The downside to these successes? Gilead's pipeline has been sucked dry. As a result, even as it ramps up sales efforts, the company could use another hit drug. Gilead hopes a combination of Truvada and a third drug by partner Bristol-Myers Squibb Co. (BMY
) will go to market in 2006. The unnamed triple would be the first time HIV patients could take three necessary treatments for the disease in one pill, once a day -- huge progress from the days when patients took 20 pills. Says Dr. Lisa Sterman, a San Francisco physician: "It's going to revolutionize everything."EYEING ONCOLOGY
Refilling the pipeline for the long term will be more challenging. Gilead has signed three partnerships in the past six months to help develop new drugs: two for hepatitis C and yet another for HIV. It will foot much of the cost -- at least $300 million -- for clinical trials in exchange for the rights to market the drugs in most of the world. But analysts want something juicier, such as a move into the competitive but lucrative field of cancer research.
That's a hotly contested topic in the sparsely decorated halls of Gilead's headquarters. At issue is whether the company might lose part of what made it a major player in HIV: a tight focus on doing one thing and doing it well. "We've got the cash and the [ability] now, but we spend a lot of time debating the merits of it," says CFO Milligan. Gilead once had three promising oncology drugs but sold off the research division in 2001. The company was strapped for cash, and Martin chose to put everything behind Viread -- a smart move in hindsight. Now Martin says he's eyeing cancer research again: "We certainly didn't get out because we didn't like it. We liked it very much; we just couldn't afford the investment."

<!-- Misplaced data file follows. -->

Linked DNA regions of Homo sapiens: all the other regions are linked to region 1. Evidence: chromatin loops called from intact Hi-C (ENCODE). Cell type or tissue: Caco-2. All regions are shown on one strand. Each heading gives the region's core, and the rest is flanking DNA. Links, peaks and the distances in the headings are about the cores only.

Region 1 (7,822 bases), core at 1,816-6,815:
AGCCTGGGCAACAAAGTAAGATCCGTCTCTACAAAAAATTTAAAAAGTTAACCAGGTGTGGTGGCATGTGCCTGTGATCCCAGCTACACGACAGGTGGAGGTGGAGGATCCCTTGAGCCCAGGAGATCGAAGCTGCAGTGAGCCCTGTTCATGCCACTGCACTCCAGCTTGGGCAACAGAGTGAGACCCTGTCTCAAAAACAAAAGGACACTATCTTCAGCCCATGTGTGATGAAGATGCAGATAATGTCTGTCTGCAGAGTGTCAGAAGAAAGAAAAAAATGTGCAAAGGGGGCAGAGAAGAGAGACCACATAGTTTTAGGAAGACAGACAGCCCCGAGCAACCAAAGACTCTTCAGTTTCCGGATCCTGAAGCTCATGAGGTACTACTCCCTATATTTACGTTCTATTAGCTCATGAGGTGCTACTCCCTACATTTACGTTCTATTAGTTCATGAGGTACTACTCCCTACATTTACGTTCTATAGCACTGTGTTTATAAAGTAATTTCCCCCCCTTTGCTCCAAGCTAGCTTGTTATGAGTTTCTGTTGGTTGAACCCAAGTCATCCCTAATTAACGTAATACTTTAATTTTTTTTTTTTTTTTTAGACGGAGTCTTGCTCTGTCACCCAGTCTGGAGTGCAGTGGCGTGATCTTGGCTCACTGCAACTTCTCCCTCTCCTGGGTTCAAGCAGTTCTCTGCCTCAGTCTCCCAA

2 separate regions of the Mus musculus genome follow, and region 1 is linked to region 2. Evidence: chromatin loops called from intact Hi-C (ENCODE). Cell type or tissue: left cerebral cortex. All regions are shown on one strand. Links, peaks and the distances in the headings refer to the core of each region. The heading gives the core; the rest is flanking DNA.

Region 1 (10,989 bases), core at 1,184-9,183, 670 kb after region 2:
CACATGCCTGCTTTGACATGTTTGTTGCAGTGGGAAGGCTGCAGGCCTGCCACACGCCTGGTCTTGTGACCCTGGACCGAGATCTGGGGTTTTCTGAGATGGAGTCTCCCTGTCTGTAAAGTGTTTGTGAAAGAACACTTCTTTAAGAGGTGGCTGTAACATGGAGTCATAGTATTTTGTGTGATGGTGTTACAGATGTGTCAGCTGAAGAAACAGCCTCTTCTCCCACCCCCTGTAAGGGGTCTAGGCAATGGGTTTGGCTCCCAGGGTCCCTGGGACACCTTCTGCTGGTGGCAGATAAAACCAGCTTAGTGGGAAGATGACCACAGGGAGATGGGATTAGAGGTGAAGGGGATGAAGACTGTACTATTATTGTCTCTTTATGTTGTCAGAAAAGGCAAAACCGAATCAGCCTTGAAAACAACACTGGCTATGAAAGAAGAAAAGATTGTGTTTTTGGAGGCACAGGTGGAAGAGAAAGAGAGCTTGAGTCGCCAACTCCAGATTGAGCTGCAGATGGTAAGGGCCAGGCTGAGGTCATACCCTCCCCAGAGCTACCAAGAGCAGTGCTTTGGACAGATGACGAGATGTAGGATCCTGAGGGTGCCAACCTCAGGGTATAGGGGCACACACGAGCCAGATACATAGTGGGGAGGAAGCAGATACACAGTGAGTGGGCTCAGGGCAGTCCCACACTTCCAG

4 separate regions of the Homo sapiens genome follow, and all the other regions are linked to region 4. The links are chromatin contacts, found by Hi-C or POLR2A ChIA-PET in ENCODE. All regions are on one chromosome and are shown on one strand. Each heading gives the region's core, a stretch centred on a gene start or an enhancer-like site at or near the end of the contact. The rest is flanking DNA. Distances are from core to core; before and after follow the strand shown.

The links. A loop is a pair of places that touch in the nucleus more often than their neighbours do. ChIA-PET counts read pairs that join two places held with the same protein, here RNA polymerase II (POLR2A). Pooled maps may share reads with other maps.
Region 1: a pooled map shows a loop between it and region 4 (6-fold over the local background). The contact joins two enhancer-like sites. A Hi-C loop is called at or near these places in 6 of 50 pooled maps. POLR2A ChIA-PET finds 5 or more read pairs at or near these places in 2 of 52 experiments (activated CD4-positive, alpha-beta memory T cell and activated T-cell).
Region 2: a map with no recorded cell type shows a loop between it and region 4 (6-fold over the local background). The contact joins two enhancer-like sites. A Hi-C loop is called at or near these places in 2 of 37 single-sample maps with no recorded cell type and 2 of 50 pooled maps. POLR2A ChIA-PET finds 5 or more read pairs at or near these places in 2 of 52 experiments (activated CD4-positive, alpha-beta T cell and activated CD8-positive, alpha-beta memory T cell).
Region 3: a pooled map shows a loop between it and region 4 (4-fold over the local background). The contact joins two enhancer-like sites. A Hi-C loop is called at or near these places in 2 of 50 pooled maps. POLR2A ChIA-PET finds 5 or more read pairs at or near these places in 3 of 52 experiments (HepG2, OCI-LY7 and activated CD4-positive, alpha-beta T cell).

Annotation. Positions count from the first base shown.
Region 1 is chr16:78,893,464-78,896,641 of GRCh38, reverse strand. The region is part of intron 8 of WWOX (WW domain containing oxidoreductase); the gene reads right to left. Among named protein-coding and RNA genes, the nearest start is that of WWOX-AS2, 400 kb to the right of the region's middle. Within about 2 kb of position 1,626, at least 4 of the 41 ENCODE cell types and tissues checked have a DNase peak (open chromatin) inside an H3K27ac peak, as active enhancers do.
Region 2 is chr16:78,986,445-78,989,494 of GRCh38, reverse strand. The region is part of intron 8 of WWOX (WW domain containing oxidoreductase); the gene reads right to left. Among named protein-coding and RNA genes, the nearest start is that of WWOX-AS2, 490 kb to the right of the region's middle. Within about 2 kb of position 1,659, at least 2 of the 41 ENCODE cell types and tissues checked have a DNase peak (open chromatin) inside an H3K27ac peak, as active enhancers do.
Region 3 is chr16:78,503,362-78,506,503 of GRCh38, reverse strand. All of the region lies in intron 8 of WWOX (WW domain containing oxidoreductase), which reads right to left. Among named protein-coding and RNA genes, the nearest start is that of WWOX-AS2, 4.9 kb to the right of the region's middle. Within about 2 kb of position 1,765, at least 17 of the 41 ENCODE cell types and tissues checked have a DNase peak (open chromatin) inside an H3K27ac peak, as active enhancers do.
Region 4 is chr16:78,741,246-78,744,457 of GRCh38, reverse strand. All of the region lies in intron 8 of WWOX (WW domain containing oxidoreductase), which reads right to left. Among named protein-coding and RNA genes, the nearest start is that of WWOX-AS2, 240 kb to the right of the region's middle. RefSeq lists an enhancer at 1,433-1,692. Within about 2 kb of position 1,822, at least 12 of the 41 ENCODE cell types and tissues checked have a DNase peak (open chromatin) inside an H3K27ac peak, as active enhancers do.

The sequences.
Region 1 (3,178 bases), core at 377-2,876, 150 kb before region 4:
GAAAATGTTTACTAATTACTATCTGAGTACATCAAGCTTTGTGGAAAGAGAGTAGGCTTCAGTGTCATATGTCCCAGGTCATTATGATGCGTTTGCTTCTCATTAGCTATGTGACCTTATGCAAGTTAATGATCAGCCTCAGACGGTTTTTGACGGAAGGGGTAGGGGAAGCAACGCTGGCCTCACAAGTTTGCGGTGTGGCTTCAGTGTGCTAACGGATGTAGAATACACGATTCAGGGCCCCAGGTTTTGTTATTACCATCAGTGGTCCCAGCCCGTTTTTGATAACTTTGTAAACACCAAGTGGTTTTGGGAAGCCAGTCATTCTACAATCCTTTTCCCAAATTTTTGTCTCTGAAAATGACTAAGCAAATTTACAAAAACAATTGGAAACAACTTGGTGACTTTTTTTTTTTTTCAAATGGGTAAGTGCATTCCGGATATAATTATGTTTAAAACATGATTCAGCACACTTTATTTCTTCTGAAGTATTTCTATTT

Expect something soon. Martin has a proven eye for a good deal and isn't afraid to do a big one. In 1999 the company acquired Boulder, Colo., biotech NeXstar for $550 million. At the time, Gilead was valued at only $1 billion and had $24 million in revenues. The buy was controversial, but it gave Gilead a European sales force and an anti-fungal drug that generated more than $200 million in revenues last year. In 2002, Gilead purchased Triangle Pharmaceuticals Inc., which gave the company its second HIV drug, Emtriva. While Emtriva is not the commercial success Viread is, it's a crucial ingredient in Truvada and the upcoming 3-in-1 pill.
Even as Gilead grows into a full-fledged rival of Big Pharma, Martin will never be a flashy, rock-star CEO (despite his healthy $15 million pay package last year). Last fall, he drove his son to the University of Southern California in a rented U-Haul -- after loading up on cheap, self-assembly furniture at Ikea. "He's a very unaffected human being, and that permeates down the organization," Young says. Martin may be down to earth, but he needs to come up with another high-revenue drug. Gilead is counting on it. By Sarah Lacy in Foster City, Calif.